To me, the Big Brother series peaked with the third season. It was a nearly flawless cast, it had changes in the gameplay that kept the houseguests on edge (like the new Power of Veto competition), and had some highly dramatic moments yet to be rivaled in the history of the series.
Whether it was a good thing or not, it also introduced a considerable amount of nudity on the live feeds, thanks to Tonya Paoni and her…ahem…enhancements. One afternoon in July gave all the male followers watching the feeds or the Internet followers sites their own versions of global warming when she stood naked as a jaybird as she and two other female houseguests donned bikinis made of peanut butter.
The third season also featured what I like to call “The Battle Of The Boozers” between Amy Crews, the first houseguest to that point to be evicted twice in the same season, and Chiara Berti, a chatty New Yorker. It was north against south, a New Yorker against a proud lady from Memphis. I kept wondering if a cat fight was going to break out. Never did, but Amy did get the last laugh, sending Chiara packing without the $500,000 prize.
This was also the season I started to wonder if the show was being manipulated. Now, before I go on, let me be clear. Reality shows are not covered by the same laws game shows are covered by. Game shows had their own scandals in the 1950’s thanks to a little show called Twenty One. But every now and again, you’d see something in the news or online, and the BB3 cast member that was mentioned would be gone within a couple of weeks. The most notable example of this was Eric Ouelette, the Connecticut firefighter. Word broke in the third HOH cycle that he had used up all of his overtime and had to return to the house or face being fired, if I remember right. Sure enough, he was gone the following round. But this wasn’t the only time that happened, and I’m always a believer that too many coincidences can’t be coincidence by themselves.
The most memorable moment in the show’s history in my opinion came when the number of houseguests were down to the last five. Jason Guy won Head of Household, but Marcellas Reynolds won Power Of Veto. Up until that point, the POV holder can’t give himself or herself safety from the nomination process, but could use that power to replace his or her other nominee. I think the producers did that to give someone on the block to give them a better match-up, but it also caused the POV to only be used once. Gerry Lancaster saved Marcellas in the opening HOH cycle, and was widely criticized in the house for doing so long afterward. In the last POV competition, the rules were changed so that should the POV winner also be a nominee, he or she could remove himself. Marcellas had this new found power, but refused to used it. The vote was a 1-1 tie, so the HOH holder Jason broke the tie and sent Marcellas home.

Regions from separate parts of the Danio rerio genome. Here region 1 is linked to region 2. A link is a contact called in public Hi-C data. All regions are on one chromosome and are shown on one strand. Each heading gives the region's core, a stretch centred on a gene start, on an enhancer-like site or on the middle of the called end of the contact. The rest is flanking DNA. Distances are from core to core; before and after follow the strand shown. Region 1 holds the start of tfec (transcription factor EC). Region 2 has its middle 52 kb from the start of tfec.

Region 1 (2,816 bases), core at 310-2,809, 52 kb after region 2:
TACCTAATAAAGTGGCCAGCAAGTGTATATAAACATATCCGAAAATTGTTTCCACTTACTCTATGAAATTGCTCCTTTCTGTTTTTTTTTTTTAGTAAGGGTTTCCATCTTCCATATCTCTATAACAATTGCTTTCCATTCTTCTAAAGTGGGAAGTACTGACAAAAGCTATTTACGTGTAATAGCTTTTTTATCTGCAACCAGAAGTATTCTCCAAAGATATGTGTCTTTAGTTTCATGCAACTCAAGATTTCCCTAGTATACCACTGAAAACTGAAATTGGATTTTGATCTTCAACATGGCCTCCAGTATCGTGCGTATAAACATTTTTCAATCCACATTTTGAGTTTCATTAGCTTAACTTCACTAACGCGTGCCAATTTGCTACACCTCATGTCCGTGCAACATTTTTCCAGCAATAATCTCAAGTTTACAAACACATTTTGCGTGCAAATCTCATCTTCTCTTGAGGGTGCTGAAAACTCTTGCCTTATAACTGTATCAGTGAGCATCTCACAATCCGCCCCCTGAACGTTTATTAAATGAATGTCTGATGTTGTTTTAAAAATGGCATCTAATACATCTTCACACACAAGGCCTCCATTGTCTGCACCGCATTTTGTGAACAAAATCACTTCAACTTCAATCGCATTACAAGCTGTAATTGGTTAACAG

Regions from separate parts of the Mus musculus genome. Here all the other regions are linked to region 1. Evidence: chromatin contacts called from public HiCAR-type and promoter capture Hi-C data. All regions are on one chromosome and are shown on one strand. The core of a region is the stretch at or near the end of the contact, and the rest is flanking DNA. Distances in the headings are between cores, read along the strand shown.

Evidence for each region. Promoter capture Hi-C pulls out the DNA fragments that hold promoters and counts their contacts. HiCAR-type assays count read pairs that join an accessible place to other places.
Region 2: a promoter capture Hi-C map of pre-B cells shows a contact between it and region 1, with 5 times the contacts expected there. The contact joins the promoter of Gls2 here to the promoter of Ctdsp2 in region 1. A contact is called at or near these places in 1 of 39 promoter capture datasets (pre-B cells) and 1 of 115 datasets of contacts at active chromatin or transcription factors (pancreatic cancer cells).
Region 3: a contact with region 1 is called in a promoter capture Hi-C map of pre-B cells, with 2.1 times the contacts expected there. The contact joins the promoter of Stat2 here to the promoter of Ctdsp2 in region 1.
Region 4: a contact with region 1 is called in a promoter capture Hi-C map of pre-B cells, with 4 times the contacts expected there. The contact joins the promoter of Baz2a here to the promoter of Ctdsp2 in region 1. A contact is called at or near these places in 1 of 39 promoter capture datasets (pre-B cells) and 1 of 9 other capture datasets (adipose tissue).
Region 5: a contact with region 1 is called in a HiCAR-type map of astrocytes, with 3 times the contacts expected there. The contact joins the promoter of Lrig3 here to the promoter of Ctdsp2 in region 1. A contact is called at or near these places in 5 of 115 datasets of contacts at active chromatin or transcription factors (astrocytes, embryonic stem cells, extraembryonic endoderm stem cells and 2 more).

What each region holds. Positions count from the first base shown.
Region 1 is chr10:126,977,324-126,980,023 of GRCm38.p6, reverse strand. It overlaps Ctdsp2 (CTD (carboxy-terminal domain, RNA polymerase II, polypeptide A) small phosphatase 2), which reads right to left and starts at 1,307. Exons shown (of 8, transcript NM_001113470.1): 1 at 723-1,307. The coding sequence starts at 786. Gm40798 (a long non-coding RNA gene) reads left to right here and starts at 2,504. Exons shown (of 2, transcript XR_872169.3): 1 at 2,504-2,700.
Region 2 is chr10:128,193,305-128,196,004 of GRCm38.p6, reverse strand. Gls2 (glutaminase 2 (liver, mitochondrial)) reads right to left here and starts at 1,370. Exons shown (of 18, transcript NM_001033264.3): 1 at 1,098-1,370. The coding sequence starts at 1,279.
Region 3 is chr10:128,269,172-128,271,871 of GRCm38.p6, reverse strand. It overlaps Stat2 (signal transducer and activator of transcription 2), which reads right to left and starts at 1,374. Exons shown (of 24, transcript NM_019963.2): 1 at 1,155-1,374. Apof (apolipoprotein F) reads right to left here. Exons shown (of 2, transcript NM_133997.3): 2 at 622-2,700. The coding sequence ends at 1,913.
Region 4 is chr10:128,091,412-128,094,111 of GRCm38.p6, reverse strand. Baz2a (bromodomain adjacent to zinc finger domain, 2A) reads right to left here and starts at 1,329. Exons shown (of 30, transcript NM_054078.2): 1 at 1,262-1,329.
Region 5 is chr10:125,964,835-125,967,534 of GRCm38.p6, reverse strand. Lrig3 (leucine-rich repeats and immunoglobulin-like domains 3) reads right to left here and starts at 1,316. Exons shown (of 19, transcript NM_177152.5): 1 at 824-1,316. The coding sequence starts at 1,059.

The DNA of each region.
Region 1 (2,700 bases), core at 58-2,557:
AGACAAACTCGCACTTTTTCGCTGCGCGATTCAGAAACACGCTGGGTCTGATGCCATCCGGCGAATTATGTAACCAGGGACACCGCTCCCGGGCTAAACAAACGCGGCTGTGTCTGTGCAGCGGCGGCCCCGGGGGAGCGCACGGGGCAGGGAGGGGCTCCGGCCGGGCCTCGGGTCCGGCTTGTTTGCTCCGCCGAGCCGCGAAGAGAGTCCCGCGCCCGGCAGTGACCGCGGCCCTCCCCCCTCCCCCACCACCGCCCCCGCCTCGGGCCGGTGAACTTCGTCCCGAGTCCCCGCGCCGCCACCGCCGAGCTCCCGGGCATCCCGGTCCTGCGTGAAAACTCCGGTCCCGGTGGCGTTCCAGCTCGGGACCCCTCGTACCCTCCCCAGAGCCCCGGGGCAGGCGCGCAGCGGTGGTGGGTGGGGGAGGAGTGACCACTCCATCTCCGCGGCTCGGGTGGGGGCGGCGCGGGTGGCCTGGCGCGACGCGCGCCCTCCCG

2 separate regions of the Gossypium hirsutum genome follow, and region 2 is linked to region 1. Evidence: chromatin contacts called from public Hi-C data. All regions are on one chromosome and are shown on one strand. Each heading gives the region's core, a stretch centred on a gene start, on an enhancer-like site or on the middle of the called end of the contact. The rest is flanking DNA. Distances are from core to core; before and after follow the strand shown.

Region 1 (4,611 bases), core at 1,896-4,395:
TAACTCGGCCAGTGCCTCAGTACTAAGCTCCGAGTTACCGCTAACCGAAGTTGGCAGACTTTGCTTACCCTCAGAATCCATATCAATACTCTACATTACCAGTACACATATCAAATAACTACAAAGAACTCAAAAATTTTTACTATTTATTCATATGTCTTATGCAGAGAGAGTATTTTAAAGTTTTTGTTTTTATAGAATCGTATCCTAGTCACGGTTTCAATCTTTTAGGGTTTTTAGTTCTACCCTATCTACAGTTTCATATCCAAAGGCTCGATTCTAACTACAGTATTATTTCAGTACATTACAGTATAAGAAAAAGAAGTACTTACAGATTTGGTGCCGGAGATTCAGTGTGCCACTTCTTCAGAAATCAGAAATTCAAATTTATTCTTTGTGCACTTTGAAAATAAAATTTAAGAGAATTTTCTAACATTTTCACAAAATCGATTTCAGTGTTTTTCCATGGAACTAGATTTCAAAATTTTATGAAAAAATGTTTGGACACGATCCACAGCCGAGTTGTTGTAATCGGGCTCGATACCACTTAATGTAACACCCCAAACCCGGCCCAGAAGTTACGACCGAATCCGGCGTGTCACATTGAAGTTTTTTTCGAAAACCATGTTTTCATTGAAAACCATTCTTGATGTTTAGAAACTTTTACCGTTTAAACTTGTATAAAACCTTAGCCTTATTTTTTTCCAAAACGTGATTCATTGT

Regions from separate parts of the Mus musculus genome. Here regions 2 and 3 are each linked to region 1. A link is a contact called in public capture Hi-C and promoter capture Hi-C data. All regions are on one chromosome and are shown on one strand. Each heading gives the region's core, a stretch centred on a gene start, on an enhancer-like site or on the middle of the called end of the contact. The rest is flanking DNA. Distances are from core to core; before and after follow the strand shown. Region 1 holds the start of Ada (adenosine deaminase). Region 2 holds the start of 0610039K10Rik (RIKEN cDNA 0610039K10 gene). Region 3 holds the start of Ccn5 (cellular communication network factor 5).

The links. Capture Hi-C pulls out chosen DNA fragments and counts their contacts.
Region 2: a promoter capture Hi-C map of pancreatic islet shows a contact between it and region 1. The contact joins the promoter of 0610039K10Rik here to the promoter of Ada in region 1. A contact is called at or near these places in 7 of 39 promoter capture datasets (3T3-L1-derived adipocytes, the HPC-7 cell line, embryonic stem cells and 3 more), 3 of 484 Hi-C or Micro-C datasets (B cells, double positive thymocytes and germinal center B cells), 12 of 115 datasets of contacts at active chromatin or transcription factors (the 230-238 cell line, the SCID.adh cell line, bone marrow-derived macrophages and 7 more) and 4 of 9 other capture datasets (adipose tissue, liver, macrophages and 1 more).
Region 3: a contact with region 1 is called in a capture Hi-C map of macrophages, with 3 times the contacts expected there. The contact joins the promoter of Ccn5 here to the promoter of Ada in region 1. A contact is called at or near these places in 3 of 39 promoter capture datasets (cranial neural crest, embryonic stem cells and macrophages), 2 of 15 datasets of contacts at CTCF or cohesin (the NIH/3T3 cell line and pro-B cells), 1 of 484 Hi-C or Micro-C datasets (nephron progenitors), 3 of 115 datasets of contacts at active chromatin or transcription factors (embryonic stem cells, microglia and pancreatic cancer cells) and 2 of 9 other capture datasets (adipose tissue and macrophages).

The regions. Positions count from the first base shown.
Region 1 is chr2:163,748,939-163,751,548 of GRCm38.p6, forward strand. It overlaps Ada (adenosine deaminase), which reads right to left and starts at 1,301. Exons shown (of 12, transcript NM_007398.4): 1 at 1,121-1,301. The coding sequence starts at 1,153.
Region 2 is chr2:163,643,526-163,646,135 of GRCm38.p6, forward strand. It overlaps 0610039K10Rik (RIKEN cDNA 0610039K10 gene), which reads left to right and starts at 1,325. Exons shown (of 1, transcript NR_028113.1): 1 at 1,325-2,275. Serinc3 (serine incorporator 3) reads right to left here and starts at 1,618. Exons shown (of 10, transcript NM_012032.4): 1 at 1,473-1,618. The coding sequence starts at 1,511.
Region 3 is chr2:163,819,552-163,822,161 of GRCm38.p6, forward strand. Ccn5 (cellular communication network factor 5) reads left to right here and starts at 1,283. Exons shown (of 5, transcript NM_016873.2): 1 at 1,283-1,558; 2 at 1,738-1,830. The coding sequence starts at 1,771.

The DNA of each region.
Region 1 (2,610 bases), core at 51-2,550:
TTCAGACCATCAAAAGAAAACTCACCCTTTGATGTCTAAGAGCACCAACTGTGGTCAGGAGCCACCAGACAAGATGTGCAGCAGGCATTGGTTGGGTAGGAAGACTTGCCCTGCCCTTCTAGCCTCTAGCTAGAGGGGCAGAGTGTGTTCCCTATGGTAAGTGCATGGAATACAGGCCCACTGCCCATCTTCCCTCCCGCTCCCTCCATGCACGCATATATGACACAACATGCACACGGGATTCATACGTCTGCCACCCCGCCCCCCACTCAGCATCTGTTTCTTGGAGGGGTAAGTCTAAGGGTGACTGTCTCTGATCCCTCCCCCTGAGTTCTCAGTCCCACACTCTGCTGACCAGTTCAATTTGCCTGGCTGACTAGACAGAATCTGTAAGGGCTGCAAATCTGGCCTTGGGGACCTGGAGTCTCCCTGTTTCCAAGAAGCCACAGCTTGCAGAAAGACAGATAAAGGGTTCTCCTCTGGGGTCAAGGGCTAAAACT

I think I would have done what Julie Chen wound up doing, softly slapping Marcellas on the back of his noggen. The most knuckleheaded move I’ve ever seen on a reality show.
The finale was also controversial in a historical way. BB3 was the last season not to have a sequestered jury, where those in the final nine who didn’t make the final two decided who won. So when the season came down to Danielle Reyes and Lisa Donahue, the houseguests were able to see Danielle’s diary room entries which explained her gameplay in detail as they watched the show transpire online and on TV. Lisa won the grand prize vote going away, but had the game been played under post-BB3 rules, Danielle may have very easily been victorious.
A great season, but 2003 would bring a new wrinkle to the series. I’ll talk about that sometime in the near future.